Melissa-Harris-Perry-VIBE-Womens-Empowerment Melissa-Harris-Perry-VIBE-Womens-Empowerment

The Perfect Struggle: MSNBC's Melissa Harris-Perry On Being Okay With Making Mistakes

MSNBC host Melissa Harris Perry talks life, career and the one thing women should not be afraid of.

In the history of high school drama, nerds tend to get the short end of the stick. While preferring to keep their noses buried in books, the academically zealous usually opt out of Mean Girl gossip and make social sacrifices to land 4.0 GPAs and clock in for extracurricular endeavors.

But geniuses nationwide re-upped on cool points when Melissa Harris-Perry, host of the wildly popular The Melissa Harris-Perry Show on MSNBC, boldly and unapologetically claimed to be of the same ilk. While the Virginia-raised author, professor and public speaker is warm, funny and personable, MHP is no fool, often diving deep into topics of politics, art, race and whatever else the mother of two feels demands attention.

And while Melissa proudly lets her nerd flag fly, she'll also show off her cool side while dancing in her seat to hip-hop, R&B and other smooth tunes as the show goes to commercial break. VIBE called up MHP to discuss race, balancing life in North Carolina and New York, and the one thing women shouldn't fear.

Shh, enough talking. Class is in session.

My morning routine:
It depends a lot on what morning we're talking about because I live in two different places. On Monday through Thursday, I live in North Carolina and on Friday, Saturday, Sunday, I'm in New York for my show. So Monday through Thursday, I wake up whenever baby Anna (we call her A.J) wakes up, which could be as wonderfully late as 5:30am or it could be 3 in the morning. It depends on what she wants. (Laughs) She wakes up and then around 6:00, I get some of the housework done that I never have time to do. I do a load of a laundry, unload the dishwasher, water the plants. At 6:30, I wake up my 13-year-old and put on my running clothes. Then I drive my 13-year-old to school, come back and the babysitter is there for the baby. I hand off the baby, go for a run, come back, take a shower and head to campus. I try to be at campus between 9 and 9:30.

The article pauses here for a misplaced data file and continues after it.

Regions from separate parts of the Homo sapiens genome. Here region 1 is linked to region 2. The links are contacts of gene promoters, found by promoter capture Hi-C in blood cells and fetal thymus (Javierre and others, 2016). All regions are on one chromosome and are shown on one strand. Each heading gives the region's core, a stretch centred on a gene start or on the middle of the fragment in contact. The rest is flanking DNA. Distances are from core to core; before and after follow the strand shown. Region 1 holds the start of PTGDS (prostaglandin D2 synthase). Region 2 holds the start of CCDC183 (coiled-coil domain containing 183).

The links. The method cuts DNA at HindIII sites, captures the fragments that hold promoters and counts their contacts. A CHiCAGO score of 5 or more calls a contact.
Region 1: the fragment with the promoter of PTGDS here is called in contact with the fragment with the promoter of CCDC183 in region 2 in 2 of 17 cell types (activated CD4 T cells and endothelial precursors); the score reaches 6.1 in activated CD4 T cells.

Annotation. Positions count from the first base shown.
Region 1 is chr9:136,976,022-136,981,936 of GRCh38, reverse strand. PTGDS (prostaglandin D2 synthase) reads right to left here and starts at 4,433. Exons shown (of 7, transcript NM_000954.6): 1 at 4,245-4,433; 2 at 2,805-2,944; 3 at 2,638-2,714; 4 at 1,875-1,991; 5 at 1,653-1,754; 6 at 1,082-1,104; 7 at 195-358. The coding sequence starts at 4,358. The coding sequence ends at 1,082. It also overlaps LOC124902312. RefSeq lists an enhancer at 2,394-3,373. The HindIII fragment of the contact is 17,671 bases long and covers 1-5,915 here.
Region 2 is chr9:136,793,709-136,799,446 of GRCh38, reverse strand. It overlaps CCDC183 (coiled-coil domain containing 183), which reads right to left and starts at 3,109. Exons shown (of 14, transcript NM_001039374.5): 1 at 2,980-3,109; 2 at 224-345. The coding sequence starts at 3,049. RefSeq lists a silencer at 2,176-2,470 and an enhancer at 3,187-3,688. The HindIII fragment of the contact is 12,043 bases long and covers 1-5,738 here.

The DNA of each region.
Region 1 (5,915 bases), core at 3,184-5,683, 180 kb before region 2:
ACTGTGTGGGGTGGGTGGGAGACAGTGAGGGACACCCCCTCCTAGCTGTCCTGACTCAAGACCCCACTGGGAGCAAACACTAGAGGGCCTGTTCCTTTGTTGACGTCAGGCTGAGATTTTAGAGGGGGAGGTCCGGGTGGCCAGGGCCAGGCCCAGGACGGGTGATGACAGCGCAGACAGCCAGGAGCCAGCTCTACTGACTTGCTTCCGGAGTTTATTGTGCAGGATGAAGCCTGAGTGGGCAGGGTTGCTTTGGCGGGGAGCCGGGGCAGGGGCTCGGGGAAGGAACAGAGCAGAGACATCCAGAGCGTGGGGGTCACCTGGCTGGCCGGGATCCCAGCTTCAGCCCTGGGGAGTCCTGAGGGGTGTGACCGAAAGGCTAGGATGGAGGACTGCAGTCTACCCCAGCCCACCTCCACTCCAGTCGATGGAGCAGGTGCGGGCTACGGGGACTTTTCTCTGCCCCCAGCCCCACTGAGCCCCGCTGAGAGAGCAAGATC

On Friday mornings, I do something similar except instead of hitting campus, I hit the airport. I fly to New York and then on Saturday and Sunday mornings, I'm up at 5 and prep for the show. We start prepping on Wednesdays, but my personal reading takes place on Friday and Saturday mornings. I get up, get my coffee, sit in the living room and I usually read from about 5:00 to 7:00, go for a run and then get to the office by 8:00.

My MLK Moment (Realizing The Dream):
I think educators are a little like doctors. I think doctors have been playing with their toys and taking their blood pressure by the time they're six years old, and I believe teachers similarly were lining up their Barbies and teaching them the alphabet. My dad is a college professor, his twin brother is a college professor and my mom taught at community colleges, even though she worked [for non-profit organizations]. I was always kind of a teacher's pet and used to love my teachers. So I always knew [I would be an educator]. I certainly made the decision when I got to college, saying, 'Well I'm never leaving. This is great.' (Laughs) But the other part was my college adviser was Maya Angelou. Being with her and seeing that she was an educator in so many different ways, I'm not sure if I ever said to myself, 'Oh, I want to be like Dr. Angelou,' but she became the primary model of adulthood for me.